Clarion CF recent shots

By Edouard Aldahdah

Posted on January 20th, 2014 in General

Last week Kirby Drennan sent me pictures of her Clarion CF (Regency CF x Chinoiserie by Dharanad) which Anita Westfall had taken some time before. Here is one, which shows the stallion’s large eyes, his protruding facial bones, and his especially deep jaws. These are typical features of a Davenport stallion, and they are particularly prominent in Clarion. These are also the features of a desert bred stallion in its homeland. The second photo shows the distribution of the horse’s musculature.

Clarion CF


clarion cf

7 Responses to “Clarion CF recent shots”

  1. Thanks Edouard and Kirby. These are interesting photos. Clarion CF appears to be one of those unique chestnuts with a very dark mane an tail. He reminds me of Ibn Sirecho (Sirecho x Turfara) a stallion born in 1961 who I saw and filmed and owned a daughter of. He was of similar coloration where you had to look close to be certain that he wasn’t bay. Tom McNair of Gleannloch farms told me many years ago that there are some bays that start out looking like chestnuts and then as they age confirm that they are bay and others who remain chestnut as they age as the body and mane later become closer in tone. We had an Al Metrabbi filly who looked like Clarion’s color as a filly but she eventually turned a verifiable bay which is how we registered her. Tom McNair said that these exceptions and variations are considered rare but they are very old colors and are appreciated by the Arabs, based on his time in the Middle East in the 1960s.

  2. Examining the hair color at the horse’s coronet bands and pasterns is one way to determine whether a horse is dark chestnut or bay.

  3. It seems that every so often in the past there were those debates about whether chestnut or bay, perhaps without really investigating thoroughly before registering. Our Al Metrabbi daughter was eventually registered as bay but I can assure you that her legs, mane and tail really looked like very dark liver chestnut but eventually turned black but it took 2 years!!! However we were told by Lazelle Atkinson, who owned the sire to go ahead and register as bay and wait and she was right.

    Now this makes me wonder about ancestors of the past. Many know about the debate about Domow, being confirmed bay while believed to be out of the two chestnuts, Abu Zeyd and Wadduda or at least registered as such. But what about the Al Khamsa mare Lulu, a 1936 registered bay, being sired by the chestnut stallion Asil and out of the chestnut mare Aatika? I am wondering if in the past there were some other truly borderline examples who looked bay but really were a rare form of chestnut? Ibn Rabdan was verified as chestnut but was really very dark, and some of the old Egyptian descendants come out so dark chestnut as to appear near black. Any ideas R.J or Michael?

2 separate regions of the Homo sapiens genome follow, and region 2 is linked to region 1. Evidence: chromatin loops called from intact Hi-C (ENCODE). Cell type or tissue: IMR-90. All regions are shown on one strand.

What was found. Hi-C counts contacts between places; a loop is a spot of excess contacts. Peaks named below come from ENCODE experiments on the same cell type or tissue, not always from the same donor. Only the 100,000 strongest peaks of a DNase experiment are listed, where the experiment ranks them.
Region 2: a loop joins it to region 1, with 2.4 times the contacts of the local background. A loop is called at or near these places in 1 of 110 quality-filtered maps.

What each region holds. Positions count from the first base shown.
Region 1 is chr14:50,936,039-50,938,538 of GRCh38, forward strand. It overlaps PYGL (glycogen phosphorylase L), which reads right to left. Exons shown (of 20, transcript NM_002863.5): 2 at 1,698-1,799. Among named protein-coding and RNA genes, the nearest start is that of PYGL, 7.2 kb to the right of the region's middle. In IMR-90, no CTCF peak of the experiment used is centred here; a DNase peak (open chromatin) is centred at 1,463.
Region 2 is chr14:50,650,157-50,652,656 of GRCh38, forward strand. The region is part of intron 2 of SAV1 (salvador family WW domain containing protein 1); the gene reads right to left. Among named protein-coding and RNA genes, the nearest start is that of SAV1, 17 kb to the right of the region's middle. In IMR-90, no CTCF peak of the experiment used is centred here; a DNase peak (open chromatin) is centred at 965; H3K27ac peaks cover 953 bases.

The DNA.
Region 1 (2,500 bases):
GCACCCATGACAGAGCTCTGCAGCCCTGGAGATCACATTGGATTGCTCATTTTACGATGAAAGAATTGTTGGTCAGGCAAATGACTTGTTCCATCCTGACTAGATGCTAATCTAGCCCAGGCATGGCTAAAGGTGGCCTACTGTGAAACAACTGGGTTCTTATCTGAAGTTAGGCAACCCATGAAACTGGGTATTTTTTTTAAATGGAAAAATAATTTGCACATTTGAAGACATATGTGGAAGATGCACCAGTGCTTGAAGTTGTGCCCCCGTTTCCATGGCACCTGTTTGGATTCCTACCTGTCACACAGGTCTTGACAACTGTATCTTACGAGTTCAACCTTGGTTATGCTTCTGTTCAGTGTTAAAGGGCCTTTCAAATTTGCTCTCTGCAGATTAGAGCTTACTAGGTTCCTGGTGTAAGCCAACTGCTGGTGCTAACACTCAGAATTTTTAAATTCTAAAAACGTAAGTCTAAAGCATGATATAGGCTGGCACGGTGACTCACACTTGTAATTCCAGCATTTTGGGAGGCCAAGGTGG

4. There surely are light bays as well as dark chestnuts, and there are also registered colors which are incorrect. RJ and I actually address the case of Aatika in our “Reconstructing Domow” piece, since she represents a link of the Domow E allele from the bay Tabab (sire of Aatika) to Lulu.

    There is at least one picture of Aatika where she does appear to be bay, within the limits of black and white photography. Aatika’s last owners were the Asmises of Never Die Farm in Maryland, and Helene Asmis Clifford confirmed that Aatika was a bay. We included this information in support of the correct recording of Domow’s own color.

  5. Thanks Michael. That is helpful. Perhaps Aatika went through the same color evolution period as my Al Metrabbi daughter. Al Meerida could have easily been registered as chestnut if we were in a hurry and did not ask Lazelle Atkinson about the color issue since she had experienced this color phenomenon before. Once these kind of horses are mature their true color must be evident so that would explain some of the errors of the past.

    Of course the Egyptian records are notorious for color errors when they register colors of foals when they are very young. Even the old mare Tarfa c. 1900 of Ahmed Pasha Kemal was recorded as grey when later the Prince Mohammed Ali scrapbook photos in the collection of Judith Forbis verified that she was a chestnut.

  6. Also, if a horse has the less common coat color variations such as “wild bay”, pangare (“mealy”),or “sooty”, it may be difficult to determine the base color.

  7. Bonne Femme was a similar color to Clarion, but she was really a light (wild) bay and Clarion is really a liver chestnut. Life is so fascinating!

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